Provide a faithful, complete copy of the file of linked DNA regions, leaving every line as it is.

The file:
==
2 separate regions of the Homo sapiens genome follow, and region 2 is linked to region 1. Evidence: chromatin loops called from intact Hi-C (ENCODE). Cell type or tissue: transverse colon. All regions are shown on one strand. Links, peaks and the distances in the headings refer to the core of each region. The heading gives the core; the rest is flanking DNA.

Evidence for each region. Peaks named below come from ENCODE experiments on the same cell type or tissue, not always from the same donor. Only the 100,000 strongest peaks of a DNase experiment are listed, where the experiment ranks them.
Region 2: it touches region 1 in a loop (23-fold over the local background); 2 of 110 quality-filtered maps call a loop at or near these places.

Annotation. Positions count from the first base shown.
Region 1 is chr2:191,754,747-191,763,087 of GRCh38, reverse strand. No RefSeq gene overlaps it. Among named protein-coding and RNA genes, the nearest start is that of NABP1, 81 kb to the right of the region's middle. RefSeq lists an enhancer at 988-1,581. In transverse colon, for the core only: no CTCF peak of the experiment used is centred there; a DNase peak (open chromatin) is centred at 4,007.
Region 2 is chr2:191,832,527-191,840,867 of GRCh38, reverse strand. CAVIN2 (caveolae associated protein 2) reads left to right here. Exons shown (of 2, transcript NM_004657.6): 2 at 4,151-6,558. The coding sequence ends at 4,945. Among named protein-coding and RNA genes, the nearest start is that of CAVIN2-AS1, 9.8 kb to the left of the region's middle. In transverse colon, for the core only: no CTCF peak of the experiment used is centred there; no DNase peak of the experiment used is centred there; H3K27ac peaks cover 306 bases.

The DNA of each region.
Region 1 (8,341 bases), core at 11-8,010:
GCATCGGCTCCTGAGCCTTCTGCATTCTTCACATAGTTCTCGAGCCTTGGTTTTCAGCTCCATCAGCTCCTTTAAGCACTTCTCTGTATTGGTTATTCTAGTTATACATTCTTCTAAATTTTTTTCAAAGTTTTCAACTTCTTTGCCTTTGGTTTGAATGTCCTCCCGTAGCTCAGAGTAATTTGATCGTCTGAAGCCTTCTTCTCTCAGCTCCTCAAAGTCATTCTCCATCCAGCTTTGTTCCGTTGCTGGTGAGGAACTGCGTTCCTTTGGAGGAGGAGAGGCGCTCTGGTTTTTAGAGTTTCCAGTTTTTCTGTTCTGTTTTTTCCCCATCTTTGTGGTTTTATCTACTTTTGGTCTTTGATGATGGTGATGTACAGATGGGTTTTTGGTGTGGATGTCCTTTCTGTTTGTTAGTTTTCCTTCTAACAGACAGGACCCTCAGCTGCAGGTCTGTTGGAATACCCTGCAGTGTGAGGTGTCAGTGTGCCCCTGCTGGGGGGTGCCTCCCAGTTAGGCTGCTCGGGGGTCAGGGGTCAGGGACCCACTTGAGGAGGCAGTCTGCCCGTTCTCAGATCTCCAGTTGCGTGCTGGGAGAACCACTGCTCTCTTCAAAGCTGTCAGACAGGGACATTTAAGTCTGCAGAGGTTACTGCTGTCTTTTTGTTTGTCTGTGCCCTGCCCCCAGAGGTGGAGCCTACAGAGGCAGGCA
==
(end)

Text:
2 separate regions of the Homo sapiens genome follow, and region 2 is linked to region 1. Evidence: chromatin loops called from intact Hi-C (ENCODE). Cell type or tissue: transverse colon. All regions are shown on one strand. Links, peaks and the distances in the headings refer to the core of each region. The heading gives the core; the rest is flanking DNA.

Evidence for each region. Peaks named below come from ENCODE experiments on the same cell type or tissue, not always from the same donor. Only the 100,000 strongest peaks of a DNase experiment are listed, where the experiment ranks them.
Region 2: it touches region 1 in a loop (23-fold over the local background); 2 of 110 quality-filtered maps call a loop at or near these places.

Annotation. Positions count from the first base shown.
Region 1 is chr2:191,754,747-191,763,087 of GRCh38, reverse strand. No RefSeq gene overlaps it. Among named protein-coding and RNA genes, the nearest start is that of NABP1, 81 kb to the right of the region's middle. RefSeq lists an enhancer at 988-1,581. In transverse colon, for the core only: no CTCF peak of the experiment used is centred there; a DNase peak (open chromatin) is centred at 4,007.
Region 2 is chr2:191,832,527-191,840,867 of GRCh38, reverse strand. CAVIN2 (caveolae associated protein 2) reads left to right here. Exons shown (of 2, transcript NM_004657.6): 2 at 4,151-6,558. The coding sequence ends at 4,945. Among named protein-coding and RNA genes, the nearest start is that of CAVIN2-AS1, 9.8 kb to the left of the region's middle. In transverse colon, for the core only: no CTCF peak of the experiment used is centred there; no DNase peak of the experiment used is centred there; H3K27ac peaks cover 306 bases.

The DNA of each region.
Region 1 (8,341 bases), core at 11-8,010:
GCATCGGCTCCTGAGCCTTCTGCATTCTTCACATAGTTCTCGAGCCTTGGTTTTCAGCTCCATCAGCTCCTTTAAGCACTTCTCTGTATTGGTTATTCTAGTTATACATTCTTCTAAATTTTTTTCAAAGTTTTCAACTTCTTTGCCTTTGGTTTGAATGTCCTCCCGTAGCTCAGAGTAATTTGATCGTCTGAAGCCTTCTTCTCTCAGCTCCTCAAAGTCATTCTCCATCCAGCTTTGTTCCGTTGCTGGTGAGGAACTGCGTTCCTTTGGAGGAGGAGAGGCGCTCTGGTTTTTAGAGTTTCCAGTTTTTCTGTTCTGTTTTTTCCCCATCTTTGTGGTTTTATCTACTTTTGGTCTTTGATGATGGTGATGTACAGATGGGTTTTTGGTGTGGATGTCCTTTCTGTTTGTTAGTTTTCCTTCTAACAGACAGGACCCTCAGCTGCAGGTCTGTTGGAATACCCTGCAGTGTGAGGTGTCAGTGTGCCCCTGCTGGGGGGTGCCTCCCAGTTAGGCTGCTCGGGGGTCAGGGGTCAGGGACCCACTTGAGGAGGCAGTCTGCCCGTTCTCAGATCTCCAGTTGCGTGCTGGGAGAACCACTGCTCTCTTCAAAGCTGTCAGACAGGGACATTTAAGTCTGCAGAGGTTACTGCTGTCTTTTTGTTTGTCTGTGCCCTGCCCCCAGAGGTGGAGCCTACAGAGGCAGGCA